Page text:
Responding to the Haitian earthquake in a sustainable manner
In efforts to help the survivors of the earthquake in Haiti we seem to be repeating some of the same old mistakes. According to food first, “Farmers in other parts of the country are growing food that can be purchased and given to those in and around Port-au-Prince”.
Inspired, I sent off this email to the directors of Feed My Starving Children:
I have read with interest your earnest efforts at helping the people of Haiti in the aftermath of the devastating earthquake.
As a Christian, your mission to feed the starving resonates deeply with me.
I am concerned, however, that your particular approach to helping might do more harm those in need. I am absolutely certain that is not your aim which is why I decided to write to you directly.
I wanted to bring your attention to the fact that your shipping quantities of food from the U.S. to crisis locations actively undermines the food producers in those countries and in so doing leaves local populations in situations of dire food insecurity. With food insecurity in place, its only a matter of time before more emergency food reserves are needed.
For example; you are currently mobilizing volunteers to pack packets of food to be shipped to Haiti. This food has been grown by U.S. farmers who received government subsidies to grow the food at below market rates. The food is then purchased, using funds donated by your supporters) or donated by large multinational conglomerates such as Monsanto and Cargill. You ostensibly use American shipping companies and airlines to get the food to the ground in Haiti where it will be distributed to those in need.
The problem with this supply chain is that local farmers in Haiti have been growing locally appropriate foods for this whole growing season. They, and their food stocks have not been affected by the earthquake. There are thousands of tonnes of culturally appropriate food currently available from these local sources.
Your free food aid will end up filling the food market place and local food producers and distributors will be flooded out of the food market. It doesn’t matter who you are, nobody can compete with free! Next season, Haitian farmers will have made no profit from the food they grew last season (many being subsistence farmers who are only able to sustain themselves and their families on a season by season basis). Not having any profits from the previous season they will be unable to pay for fertilizer and other farm inputs and will surely sink further into poverty. Its almost predictable that half a year from now, Haiti will endure a biting hunger epidemic because local farmers will not have planted enough food to feed the population.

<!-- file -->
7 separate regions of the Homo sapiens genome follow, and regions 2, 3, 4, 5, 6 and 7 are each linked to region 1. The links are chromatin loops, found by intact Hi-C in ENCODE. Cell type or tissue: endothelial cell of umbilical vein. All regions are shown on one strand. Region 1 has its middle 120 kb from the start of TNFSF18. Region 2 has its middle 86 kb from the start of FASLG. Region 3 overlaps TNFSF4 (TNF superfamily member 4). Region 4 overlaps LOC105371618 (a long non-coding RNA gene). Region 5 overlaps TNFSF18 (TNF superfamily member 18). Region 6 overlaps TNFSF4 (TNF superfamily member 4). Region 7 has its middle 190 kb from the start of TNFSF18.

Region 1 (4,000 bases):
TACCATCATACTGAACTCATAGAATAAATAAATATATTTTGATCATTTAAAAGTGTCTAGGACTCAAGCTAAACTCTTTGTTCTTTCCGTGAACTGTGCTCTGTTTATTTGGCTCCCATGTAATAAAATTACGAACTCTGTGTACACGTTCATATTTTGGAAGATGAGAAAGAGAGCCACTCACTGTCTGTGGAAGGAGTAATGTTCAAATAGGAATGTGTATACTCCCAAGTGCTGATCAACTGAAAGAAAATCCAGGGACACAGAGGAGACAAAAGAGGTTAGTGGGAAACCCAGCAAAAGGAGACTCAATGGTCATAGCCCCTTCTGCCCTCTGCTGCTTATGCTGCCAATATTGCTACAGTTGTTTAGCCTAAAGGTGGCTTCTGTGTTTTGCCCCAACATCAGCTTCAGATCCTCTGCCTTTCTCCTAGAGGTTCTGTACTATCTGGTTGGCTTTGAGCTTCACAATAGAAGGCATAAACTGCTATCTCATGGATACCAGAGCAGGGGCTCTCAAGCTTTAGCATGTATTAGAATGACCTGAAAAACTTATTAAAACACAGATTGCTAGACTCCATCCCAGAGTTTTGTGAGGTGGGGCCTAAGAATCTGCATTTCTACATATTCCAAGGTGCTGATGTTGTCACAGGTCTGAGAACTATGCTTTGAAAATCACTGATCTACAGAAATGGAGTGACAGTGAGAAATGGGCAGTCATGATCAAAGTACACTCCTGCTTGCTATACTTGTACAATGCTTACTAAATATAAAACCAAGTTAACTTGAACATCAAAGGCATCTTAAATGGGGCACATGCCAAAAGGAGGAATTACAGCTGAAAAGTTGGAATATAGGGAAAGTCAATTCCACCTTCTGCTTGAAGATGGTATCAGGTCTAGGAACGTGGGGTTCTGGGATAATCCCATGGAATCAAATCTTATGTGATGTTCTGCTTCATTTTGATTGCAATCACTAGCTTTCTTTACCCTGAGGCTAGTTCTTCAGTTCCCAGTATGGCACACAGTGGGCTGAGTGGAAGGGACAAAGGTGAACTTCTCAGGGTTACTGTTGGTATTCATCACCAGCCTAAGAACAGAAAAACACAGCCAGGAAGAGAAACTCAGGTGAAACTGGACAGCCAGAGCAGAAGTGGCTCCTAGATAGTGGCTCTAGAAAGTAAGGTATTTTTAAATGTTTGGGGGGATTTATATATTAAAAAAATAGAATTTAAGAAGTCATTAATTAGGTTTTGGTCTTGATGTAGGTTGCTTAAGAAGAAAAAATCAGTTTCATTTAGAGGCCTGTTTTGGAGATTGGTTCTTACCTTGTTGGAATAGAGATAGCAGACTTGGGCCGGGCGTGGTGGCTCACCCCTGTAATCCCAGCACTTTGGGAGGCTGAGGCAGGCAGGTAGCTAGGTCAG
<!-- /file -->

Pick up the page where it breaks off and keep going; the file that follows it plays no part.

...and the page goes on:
inevitably your organization will ship even more free food aid and the cycle will continue.
Repeat this scenario in every country you are currently distributing free food and we’ve got a major problem. We’ve had a major problem for a while.
Why don’t you just raise money from your donors and purchase food for your food aid programs locally? That way you and your organization’s supporters are able to nurture the nascent food industries in poor countries. From farmers, distributors to local shopkeepers and market women, a sustainable food supply chain will have benefits that truly feed God’s starving children.
Surely you can explain this to your donors and still retain their support.
I know there is a large possibility that this email will go largely ignored but I pray that it will not. The future of millions of poor starving people is at stake.